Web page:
After that, we showed them one of the schools that AKTF has helped to build – a few short years ago there were thirty children under an acacia tree, but now there are more than three hundred in nine classrooms. In addition to protecting predators with fortified bomas, the long-term solution to human-wildlife conflict in the Mara involves providing environmental education as well as employable skills, giving the growing Maasai population alternatives to unsustainable herding practices. To that end, the Anti-Poaching Team spent some time explaining to the Oracle volunteers how AKTF is striving to keep people away from the easy yet extremely destructive livelihoods based on poaching and illegal logging.
Finally, after seeing the challenges that people and animals face in the Mara, and after touring several of the projects AKTF uses to overcome those challenges, the volunteers themselves got to do something about it all. Once we reached our worksite, they donned gloves, grabbed pliers, and worked shoulder to shoulder with AKTF’s Fortified Boma Team to build a predator-proof home for seven hundred sheep and goats.
The boma we built together was one of AKTF’s newly developed design, mentioned above, which involves steel corner posts sunk in concrete and wire mechanically tightened between them to make the walls of the enclosure. Though we use a few treated eucalyptus posts for stability along these fences, the entire structure requires fewer resources to construct, less maintenance attention than traditional structures, and absolutely no wood from threatened forests. Plus, their lifespan is expected to be at least 20 years, compared to 5 years for bomas built on wooden posts, and this is a more appropriate time frame for the currently sedentary Maasai in the Mara. Most importantly, these structures keep lions, leopards, cheetahs, hyenas, and honey badgers from being able to kill any livestock living within the fence, thereby protecting those predators from herders’ retaliation killings.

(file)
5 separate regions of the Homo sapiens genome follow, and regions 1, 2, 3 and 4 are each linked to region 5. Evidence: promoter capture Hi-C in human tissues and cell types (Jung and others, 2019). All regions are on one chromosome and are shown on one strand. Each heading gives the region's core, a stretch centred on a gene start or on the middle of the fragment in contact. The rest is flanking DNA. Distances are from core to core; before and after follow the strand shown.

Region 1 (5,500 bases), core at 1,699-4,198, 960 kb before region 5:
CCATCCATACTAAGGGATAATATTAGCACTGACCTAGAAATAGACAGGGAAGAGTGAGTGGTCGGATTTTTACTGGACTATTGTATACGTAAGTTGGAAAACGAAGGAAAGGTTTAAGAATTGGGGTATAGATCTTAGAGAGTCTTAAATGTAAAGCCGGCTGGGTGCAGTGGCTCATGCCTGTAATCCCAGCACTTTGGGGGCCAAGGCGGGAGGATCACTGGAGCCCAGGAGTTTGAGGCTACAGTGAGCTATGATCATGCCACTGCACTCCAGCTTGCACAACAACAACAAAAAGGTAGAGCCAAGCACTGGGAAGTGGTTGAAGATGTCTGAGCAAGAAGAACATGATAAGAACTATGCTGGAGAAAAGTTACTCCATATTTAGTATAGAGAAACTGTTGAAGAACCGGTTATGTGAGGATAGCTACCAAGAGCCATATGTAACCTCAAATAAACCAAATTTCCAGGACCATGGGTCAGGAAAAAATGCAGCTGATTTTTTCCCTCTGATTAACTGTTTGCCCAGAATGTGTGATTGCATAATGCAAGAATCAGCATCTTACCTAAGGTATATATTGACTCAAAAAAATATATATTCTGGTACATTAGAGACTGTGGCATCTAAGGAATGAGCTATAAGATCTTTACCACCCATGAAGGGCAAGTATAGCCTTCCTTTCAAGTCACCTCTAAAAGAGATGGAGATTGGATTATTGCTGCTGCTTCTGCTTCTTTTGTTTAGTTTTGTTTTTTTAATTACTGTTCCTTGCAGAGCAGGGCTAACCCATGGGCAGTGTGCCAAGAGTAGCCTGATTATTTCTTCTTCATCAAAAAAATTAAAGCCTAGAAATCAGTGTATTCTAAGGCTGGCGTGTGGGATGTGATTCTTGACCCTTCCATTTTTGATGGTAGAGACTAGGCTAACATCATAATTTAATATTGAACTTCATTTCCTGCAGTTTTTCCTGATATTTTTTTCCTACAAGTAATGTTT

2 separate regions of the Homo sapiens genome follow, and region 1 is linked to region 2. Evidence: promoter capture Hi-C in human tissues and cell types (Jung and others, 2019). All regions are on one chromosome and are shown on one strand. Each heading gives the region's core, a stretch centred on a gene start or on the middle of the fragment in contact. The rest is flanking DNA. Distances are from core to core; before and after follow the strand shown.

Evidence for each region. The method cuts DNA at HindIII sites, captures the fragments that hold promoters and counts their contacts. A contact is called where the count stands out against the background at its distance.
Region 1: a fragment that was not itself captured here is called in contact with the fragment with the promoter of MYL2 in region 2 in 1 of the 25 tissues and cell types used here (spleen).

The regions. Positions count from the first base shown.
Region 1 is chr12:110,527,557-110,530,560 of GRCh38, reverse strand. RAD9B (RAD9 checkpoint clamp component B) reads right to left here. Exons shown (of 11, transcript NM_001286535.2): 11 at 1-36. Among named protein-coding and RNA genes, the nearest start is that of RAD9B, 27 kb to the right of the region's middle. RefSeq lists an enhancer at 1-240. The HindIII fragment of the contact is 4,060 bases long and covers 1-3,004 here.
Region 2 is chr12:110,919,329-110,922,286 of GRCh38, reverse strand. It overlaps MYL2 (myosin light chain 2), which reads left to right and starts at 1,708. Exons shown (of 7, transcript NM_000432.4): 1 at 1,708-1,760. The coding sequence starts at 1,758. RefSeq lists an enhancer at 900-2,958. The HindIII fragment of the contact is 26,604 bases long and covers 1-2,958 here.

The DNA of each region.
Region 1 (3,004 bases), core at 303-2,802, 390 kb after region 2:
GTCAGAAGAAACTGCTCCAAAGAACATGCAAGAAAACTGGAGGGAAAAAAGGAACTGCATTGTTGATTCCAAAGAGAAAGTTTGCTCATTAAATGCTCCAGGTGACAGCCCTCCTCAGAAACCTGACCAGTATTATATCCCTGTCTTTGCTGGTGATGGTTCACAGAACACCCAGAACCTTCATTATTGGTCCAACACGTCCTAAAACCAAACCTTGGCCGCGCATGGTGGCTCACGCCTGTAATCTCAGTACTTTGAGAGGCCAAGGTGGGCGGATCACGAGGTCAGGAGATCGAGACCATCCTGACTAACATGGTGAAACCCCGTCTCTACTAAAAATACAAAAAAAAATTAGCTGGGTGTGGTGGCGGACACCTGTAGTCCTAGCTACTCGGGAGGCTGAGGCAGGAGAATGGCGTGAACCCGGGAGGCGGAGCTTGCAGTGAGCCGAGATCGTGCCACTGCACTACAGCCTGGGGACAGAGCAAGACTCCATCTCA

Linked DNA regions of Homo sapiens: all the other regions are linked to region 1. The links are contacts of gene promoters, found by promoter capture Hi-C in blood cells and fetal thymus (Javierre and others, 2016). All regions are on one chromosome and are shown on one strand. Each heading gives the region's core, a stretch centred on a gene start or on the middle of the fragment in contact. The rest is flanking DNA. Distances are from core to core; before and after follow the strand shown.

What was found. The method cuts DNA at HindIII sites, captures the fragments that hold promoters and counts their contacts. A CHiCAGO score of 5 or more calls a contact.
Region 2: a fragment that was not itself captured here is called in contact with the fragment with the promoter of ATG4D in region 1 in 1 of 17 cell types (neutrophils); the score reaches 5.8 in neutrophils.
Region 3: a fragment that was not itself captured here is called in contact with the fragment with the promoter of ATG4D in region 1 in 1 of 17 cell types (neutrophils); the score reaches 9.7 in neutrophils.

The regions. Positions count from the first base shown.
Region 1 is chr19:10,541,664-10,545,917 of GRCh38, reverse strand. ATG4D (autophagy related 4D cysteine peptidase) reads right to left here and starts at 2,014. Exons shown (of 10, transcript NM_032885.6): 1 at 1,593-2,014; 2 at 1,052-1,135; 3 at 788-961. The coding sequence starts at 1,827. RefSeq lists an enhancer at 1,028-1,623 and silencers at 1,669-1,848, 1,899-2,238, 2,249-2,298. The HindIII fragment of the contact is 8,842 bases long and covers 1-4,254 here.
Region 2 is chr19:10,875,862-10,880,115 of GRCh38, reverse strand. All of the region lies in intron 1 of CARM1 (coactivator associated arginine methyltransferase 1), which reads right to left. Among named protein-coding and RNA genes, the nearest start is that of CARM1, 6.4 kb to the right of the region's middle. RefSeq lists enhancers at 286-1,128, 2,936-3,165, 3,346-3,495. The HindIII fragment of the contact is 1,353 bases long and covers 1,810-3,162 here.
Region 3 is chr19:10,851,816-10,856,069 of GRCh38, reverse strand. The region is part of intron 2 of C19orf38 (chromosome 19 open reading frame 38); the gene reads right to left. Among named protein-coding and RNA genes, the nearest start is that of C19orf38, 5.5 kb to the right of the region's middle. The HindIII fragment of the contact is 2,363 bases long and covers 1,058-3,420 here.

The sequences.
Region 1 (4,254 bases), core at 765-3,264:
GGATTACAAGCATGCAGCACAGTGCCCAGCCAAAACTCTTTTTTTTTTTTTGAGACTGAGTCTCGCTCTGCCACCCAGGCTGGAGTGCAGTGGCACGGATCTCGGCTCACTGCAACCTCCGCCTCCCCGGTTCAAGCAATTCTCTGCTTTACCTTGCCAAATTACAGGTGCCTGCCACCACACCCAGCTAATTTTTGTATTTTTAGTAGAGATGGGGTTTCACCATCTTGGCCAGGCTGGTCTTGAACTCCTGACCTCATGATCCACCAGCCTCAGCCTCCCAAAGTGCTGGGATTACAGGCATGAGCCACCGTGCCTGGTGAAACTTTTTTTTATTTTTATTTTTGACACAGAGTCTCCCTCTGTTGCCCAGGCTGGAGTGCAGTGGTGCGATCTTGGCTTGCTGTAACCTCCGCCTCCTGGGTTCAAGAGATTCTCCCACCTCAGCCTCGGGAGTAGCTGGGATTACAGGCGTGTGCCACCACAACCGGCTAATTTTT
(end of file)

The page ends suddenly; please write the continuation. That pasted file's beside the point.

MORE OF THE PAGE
The Fortified Boma Team had already placed the enclosure’s steel corners in concrete the week before to ensure that they were dry and sturdy before the Oracle volunteers arrived. So with everyone there, what remained was to sink the wooden mid-posts, stretch high-tensile wire between the corners, to pull the chain-link mesh around the structure and bury it in a foot-deep trench at the base – and of course to corral some sheep into the structure. With everyone working, what would have taken our three-man Fortified Boma Team a full day to complete was accomplished in under four hours. We believe the Oracle volunteers may have a promising future in the boma-construction field!
We concluded the day with a game drive into the Reserve itself. It was the right note to end on: eighteen more lions scratching themselves on acacia trunks, elephants playing in the swamp, and a walking forest of giraffes. All of it reminding us what it is that we are fighting together to protect – a healthy ecosystem in which humans and wildlife coexist.
It was an incredible pleasure to spend time with the Oracle staff. We are very grateful to Oracle for the opportunity to share our work and passion, as well as for their partnership with NatGeo that makes our work possible.